We recommended that grass species consistently receiving an overall B grade or higher as suitable for planting along Maryland roadsides, which resulted in the recommendation of 9 species of turfgrasses as suitable as long as management challenges, which will vary among species and site conditions, are carefully considered.  Five of those are highly suitable under a variety of management situations and an additional 4 species are suitable under more restricted conditions.  These 9 species include: Sporobolus, Side-oats grama, Purple lovegrass, Little bluestem, Weeping lovegrass, Blue grama, Tufted hairgrass, Hard fescue, and Red fescue.

A summary of the overall grade for each species is presented in the following table:

Summary table of grades for each evaluated species of turfgrass. In this case, all six service categories were weighted equally.

Ecosystem services (above) and Resiliency (below) grading wheels for tall fescue.

We also recommended that some species that are currently planted frequently along roadsides only be used in limited quanitites.  For example, although frequently seeded along Maryland roadsides owing to its vigorous growth and resilience, tall fescue received a grade below the B that we recommend for consideration.  Although seed cost per pound is low, the recommended seeding rate is high, resulting in a cost per acre that is higher than 50% of the assessed species.  Furthermore, this species has high maintenance costs and poor ecosystem benefits.  Yet tall fescue does have excellent mowing tolerance and can withstand the stringent mowing regime applied by highway management.  

Other species that are not recommended for roadsides but are currently used in Maryland seed mixes include Kentucky bluegrass and perennial ryegrass.  Other assessed grass species not recommended for roadsides include alkaligrass, bermudagrass, buffalograss, poverty oatgrass, prairie junegrass, and zoysia.

Next Steps

Our next phase of experimental work will include testing the growth success of a variety of alternative turfgrass species and species mixes, including native grass species, like the Little bluestem shown here. Image courtesy of Melissa Andreychek, UMCES.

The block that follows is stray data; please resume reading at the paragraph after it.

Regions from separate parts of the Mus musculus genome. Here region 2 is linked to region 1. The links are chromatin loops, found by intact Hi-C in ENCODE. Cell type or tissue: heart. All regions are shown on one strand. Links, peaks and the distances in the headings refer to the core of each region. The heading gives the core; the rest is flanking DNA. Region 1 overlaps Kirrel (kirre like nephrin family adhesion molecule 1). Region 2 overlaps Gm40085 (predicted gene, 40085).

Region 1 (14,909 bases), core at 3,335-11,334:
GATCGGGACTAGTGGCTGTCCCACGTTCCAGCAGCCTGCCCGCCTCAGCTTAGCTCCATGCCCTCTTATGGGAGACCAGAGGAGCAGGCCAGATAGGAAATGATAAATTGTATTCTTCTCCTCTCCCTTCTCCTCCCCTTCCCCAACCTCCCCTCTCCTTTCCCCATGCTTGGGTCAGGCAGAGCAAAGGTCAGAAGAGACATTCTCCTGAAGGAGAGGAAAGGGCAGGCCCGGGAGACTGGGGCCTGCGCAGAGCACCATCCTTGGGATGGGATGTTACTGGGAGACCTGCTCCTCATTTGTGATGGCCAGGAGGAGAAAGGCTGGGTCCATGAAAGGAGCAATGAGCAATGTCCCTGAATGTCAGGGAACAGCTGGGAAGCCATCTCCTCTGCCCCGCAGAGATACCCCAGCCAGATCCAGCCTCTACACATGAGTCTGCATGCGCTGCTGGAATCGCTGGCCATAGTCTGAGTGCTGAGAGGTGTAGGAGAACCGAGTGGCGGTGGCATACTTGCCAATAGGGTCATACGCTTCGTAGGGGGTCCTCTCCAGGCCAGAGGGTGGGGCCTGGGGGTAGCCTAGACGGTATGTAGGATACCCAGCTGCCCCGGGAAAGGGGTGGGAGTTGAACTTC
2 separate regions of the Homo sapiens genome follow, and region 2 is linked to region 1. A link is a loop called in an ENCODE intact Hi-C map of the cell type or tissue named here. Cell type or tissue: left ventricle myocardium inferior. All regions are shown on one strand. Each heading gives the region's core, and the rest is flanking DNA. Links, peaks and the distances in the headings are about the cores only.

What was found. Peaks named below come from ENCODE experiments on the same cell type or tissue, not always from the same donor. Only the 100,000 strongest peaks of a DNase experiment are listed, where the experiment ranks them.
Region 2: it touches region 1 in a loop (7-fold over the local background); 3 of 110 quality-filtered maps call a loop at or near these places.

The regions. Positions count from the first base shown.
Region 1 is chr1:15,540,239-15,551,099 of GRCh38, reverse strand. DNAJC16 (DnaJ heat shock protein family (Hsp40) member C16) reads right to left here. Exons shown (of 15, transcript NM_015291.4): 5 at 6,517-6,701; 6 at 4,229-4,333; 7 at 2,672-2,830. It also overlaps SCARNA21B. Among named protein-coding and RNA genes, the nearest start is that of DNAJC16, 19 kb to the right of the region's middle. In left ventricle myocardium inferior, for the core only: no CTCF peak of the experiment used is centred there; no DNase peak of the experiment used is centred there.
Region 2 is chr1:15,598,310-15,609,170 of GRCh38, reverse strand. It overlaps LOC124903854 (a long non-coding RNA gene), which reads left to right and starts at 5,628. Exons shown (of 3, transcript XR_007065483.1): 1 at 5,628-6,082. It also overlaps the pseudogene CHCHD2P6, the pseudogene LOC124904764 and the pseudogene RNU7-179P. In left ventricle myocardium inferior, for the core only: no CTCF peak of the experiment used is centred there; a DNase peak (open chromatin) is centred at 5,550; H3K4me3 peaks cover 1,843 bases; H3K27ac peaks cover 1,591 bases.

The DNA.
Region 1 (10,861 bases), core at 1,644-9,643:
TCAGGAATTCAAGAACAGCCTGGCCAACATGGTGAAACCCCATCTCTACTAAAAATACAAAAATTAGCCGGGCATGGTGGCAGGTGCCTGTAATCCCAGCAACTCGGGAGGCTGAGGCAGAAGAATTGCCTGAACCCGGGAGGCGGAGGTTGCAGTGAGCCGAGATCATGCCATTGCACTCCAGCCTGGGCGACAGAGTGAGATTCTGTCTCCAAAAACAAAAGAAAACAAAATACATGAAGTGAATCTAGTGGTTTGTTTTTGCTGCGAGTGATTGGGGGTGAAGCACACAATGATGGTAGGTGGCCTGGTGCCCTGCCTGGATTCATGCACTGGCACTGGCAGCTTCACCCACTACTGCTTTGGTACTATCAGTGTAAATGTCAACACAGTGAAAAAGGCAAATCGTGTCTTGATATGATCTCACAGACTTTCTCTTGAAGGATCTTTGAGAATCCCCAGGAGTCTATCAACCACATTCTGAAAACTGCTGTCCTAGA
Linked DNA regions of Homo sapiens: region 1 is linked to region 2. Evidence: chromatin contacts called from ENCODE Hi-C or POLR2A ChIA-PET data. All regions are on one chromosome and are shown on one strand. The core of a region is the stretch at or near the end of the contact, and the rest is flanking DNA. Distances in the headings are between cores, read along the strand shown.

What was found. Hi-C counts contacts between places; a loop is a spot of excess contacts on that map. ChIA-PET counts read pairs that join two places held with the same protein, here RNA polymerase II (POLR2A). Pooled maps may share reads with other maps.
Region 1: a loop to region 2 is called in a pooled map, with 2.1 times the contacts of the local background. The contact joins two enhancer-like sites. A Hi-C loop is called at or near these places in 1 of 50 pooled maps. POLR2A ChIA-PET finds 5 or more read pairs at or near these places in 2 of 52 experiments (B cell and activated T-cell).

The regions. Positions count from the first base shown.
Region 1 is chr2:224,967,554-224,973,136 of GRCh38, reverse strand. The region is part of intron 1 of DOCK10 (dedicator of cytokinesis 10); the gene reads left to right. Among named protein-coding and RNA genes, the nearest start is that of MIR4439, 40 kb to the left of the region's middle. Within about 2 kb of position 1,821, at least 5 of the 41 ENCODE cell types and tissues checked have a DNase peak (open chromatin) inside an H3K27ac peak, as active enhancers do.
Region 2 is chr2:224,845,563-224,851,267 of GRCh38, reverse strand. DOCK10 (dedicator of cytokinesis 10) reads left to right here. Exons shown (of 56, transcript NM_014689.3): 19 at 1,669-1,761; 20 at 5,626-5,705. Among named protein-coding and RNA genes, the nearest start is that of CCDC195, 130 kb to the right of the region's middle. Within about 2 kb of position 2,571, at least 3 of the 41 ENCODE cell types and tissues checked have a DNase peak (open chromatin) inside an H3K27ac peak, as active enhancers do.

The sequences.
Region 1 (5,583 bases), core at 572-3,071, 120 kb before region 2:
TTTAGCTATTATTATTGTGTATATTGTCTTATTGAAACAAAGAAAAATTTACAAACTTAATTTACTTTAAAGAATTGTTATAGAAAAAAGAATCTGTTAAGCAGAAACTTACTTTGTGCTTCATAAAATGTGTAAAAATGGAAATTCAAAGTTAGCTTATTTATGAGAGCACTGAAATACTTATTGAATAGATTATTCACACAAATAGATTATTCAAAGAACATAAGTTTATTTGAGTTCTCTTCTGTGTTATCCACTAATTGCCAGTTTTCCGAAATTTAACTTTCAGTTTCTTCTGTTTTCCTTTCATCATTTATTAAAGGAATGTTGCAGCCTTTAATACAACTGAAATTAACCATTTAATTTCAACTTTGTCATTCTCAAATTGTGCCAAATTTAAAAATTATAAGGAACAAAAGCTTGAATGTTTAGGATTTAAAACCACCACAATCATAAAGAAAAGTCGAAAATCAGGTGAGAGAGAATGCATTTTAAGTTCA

The next phase of our work will involve field experiments in three locations in Maryland to test the efficacy of using alternative grass species along roadsides that will require less maintenance and have the potential to survive better than traditionally used species.  Locations have been selected to span the significant climate gradient in Maryland ranging from the hot Eastern Shore to the cooloer climate of the western Appalachian Mountains.  Treatments will include an unplanted control as well as a treatment representing the traditional seed mix used along roadsides.  Other treatments will include:

  1. Tall fescue cultivars 4th Millenium SRP, Titanium 2LS, Traverse 2SRP, and Mustang 4
  2. Hard fescue cultivars Beacon, Gotham, Spartan II, and Sword
  3. Sand dropseed
  4. Side-oats grama
  5. Purple lovegrass
  6.  Five-species fescue mix: tall, hard, red, chewings, and sheep fescue
  7. Five-species native mix: sand dropseed, purple lovegrass, little bluestem, upland bentgrass, tufted hairgrass
  8. Five-species risky mix: side-oats grama, blue grama, buffalograss, poverty oatgrass, alkaligrass
  9. Fescue mix with clovers and wildflowers
  10. Native mix with clovers and wildflowers

All treatments will be replicated three times per site and monitored for survival and growth over 3 years from 2017 to 2019.

Project PI:  Katia Engelhardt

Header image courtesy of Wikipedia (https://upload.wikimedia.org/wikipedia/commons/4/4d/US_113_SB_at_MD_90_W...) by author Dough4872.